First task on list: Con­front the ne­glect

The Washington Post - - TELEVISION - Carolyn Hax

Hi, Carolyn: My hus­band and I are busy; we some­times refer to our­selves as “type dou­ble A.” He more than I, but we love to make lists and check off tasks. He loves be­ing time-ef­fi­cient — so do I — and noth­ing brings him more joy than mul­ti­task­ing.

I have learned that if he has his back to me, don’t speak be­cause he has his ear buds in and will not hear me. This hap­pens so of­ten that I feel frus­trated and low pri­or­ity. I know I am not, he just loves to be hooked up while he is do­ing things. We do have time to­gether, al­though some­times we have to work to get that time. That’s not re­ally bad, be­cause I’m of­ten out pur­su­ing my hobby.

I have shared my frus­tra­tion with him ca­su­ally, and he told me to just ap­proach him and he will take out his ear buds. But af­ter do­ing it a cou­ple of times, it just doesn’t feel very good to in­ter­rupt him; I have to get in his face, and I find my­self just leav­ing him be, which feels sad. It feels like I’m alone.

I re­ally don’t know if my per­cep­tion is ac­cu­rate, or if it has just be­come a sore spot to me and feels like it hap­pens more of­ten than it does. He is not be­ing mean; this is truly him. He uses ev­ery minute to the max.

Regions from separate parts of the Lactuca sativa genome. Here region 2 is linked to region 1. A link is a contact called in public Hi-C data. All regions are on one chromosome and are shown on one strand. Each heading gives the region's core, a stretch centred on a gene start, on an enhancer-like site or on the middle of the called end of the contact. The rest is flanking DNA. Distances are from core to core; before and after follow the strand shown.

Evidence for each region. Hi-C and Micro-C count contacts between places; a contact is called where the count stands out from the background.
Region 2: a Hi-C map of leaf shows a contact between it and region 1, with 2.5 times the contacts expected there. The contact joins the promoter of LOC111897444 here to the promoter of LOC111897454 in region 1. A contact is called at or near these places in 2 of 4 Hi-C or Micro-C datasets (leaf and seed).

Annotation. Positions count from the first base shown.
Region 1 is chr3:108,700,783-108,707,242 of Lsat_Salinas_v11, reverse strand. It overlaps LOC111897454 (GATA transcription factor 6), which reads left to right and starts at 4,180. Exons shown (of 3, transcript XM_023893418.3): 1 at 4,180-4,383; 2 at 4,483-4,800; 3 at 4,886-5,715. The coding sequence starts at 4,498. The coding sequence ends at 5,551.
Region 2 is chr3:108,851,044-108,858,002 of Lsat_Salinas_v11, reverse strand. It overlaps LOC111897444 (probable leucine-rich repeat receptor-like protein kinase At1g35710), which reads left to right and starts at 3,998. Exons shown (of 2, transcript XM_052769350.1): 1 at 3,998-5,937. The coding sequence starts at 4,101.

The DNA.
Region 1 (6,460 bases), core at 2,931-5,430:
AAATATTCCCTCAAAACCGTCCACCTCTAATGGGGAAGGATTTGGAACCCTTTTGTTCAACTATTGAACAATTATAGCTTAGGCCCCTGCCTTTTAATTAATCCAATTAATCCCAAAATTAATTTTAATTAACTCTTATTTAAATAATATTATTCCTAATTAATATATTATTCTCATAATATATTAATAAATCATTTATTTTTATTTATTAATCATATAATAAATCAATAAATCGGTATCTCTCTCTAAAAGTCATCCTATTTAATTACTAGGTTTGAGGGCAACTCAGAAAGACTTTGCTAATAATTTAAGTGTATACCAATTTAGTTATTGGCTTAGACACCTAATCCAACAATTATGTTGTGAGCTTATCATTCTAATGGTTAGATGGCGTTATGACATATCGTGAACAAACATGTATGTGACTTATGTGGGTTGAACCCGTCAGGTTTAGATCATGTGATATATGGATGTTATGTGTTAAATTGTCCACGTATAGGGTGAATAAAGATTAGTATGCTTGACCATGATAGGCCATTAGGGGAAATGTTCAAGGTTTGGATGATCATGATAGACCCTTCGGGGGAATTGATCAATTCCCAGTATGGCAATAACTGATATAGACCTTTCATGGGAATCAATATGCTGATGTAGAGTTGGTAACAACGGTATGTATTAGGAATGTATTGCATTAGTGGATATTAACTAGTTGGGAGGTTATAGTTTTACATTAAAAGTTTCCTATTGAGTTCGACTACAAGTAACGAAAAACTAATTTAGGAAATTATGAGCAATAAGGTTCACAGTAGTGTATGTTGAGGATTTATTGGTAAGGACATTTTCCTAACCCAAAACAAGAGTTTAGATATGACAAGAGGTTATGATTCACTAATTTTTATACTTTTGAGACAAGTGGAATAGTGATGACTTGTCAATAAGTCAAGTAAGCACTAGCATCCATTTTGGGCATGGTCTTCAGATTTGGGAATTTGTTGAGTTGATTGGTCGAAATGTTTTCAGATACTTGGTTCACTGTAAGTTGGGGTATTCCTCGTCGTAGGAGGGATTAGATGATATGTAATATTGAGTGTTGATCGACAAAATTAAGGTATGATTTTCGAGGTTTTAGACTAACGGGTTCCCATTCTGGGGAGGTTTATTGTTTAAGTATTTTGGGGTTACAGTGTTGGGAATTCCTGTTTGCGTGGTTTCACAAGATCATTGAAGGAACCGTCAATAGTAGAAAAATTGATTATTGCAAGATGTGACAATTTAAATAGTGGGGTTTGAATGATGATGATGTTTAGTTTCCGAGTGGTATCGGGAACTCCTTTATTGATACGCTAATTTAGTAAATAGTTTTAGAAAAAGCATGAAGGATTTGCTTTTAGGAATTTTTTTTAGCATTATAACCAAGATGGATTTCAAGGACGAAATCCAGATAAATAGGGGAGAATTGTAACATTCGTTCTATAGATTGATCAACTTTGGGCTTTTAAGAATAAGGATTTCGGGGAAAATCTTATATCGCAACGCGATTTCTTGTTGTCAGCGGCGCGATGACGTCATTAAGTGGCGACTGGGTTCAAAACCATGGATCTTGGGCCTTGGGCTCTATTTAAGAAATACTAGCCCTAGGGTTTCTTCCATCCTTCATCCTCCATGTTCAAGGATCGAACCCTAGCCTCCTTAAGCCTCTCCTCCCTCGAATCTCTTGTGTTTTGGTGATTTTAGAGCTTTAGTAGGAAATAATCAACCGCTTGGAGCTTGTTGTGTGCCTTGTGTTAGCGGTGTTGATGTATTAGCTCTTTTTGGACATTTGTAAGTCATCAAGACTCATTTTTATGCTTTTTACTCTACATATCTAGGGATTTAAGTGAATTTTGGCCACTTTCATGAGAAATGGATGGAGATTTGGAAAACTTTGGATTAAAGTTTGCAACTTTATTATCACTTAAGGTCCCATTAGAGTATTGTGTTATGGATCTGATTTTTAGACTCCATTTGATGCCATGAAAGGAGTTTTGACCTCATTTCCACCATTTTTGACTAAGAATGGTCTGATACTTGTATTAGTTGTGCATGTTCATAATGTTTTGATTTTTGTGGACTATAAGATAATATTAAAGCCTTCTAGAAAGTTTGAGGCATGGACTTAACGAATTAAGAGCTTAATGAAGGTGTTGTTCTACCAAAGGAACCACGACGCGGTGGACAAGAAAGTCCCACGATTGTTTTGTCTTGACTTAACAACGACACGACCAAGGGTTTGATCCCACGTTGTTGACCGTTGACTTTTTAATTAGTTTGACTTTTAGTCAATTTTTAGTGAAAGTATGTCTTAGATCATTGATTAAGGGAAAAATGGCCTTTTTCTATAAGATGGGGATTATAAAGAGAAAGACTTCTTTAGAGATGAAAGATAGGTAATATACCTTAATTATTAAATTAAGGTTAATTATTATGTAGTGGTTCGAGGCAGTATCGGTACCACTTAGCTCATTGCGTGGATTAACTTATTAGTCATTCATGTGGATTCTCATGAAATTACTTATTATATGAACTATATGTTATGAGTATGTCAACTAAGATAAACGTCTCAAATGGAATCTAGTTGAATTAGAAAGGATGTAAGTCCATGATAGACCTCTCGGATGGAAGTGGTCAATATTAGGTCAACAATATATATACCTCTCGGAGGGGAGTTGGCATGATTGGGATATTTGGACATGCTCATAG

We used to stream a movie to­gether on the week­end, but now he al­ways has some­thing al­ready go­ing. So a few times I just streamed by my­self, and he felt hurt and said I should tell him and he’ll stop what he’s do­ing and come watch some­thing with me.

It looks like I’m jeal­ous of an iPad; I’m so proud. Any ideas?

— Sad Sad: Hey, baby, let’s make a list and [wink] check off tasks.

I’m not sure you can work any harder to jus­tify your own ne­glect.

You are no longer a pri­or­ity in your own mar­riage, so you need to say some­thing. Not “ca­su­ally,” ei­ther, but in­stead with the grav­ity of your true feel­ings. “Ca­sual” at this point is disin­gen­u­ous.

Yes, you know he doesn’t mean to hurt you, and you ap­pre­ci­ate his open­ness to in­ter­rup­tion — and cer­tainly do say this to him — but the fact that, at vir­tu­ally all times, his at­ten­tion is in a place from which it must be redi­rected just for you to be ac­knowl­edged means you live in a state of soli­tude, not com­pan­ion­ship. You feel alone be­cause you are.

There are count­less rel­a­tively mi­nor ad­just­ments you and he can make to your habits and home life to ease this iso­la­tion, as­sum­ing of course he hears your truth and co­op­er­ates: giv­ing up ear buds at home (se­ri­ously — or us­ing open head­phones if he must); choos­ing a se­ries you stream only when you’re to­gether, no cheat­ing; pick­ing up an un­plugged hobby to­gether like cook­ing or danc­ing or af­ter­dinner walks.

But the specifics of th­ese are sec­ondary to the ab­so­lute im­por­tance of your clos­ing the gap be­tween what you re­ally want and what you’re fall­ing over your­self to ra­tio­nal­ize away. Let­ting that gap stand will erode not just your mar­riage, but also your self-worth — faster even than fin­ish­ing sec­ond to the cause of cross­ing ever more things off a list. Write to Carolyn Hax at tellme@wash­post.com. Get her col­umn de­liv­ered to your in­box each morn­ing at wapo.st/hax­post. Join the dis­cus­sion live at noon Fri­days at live.wash­ing­ton­post.com

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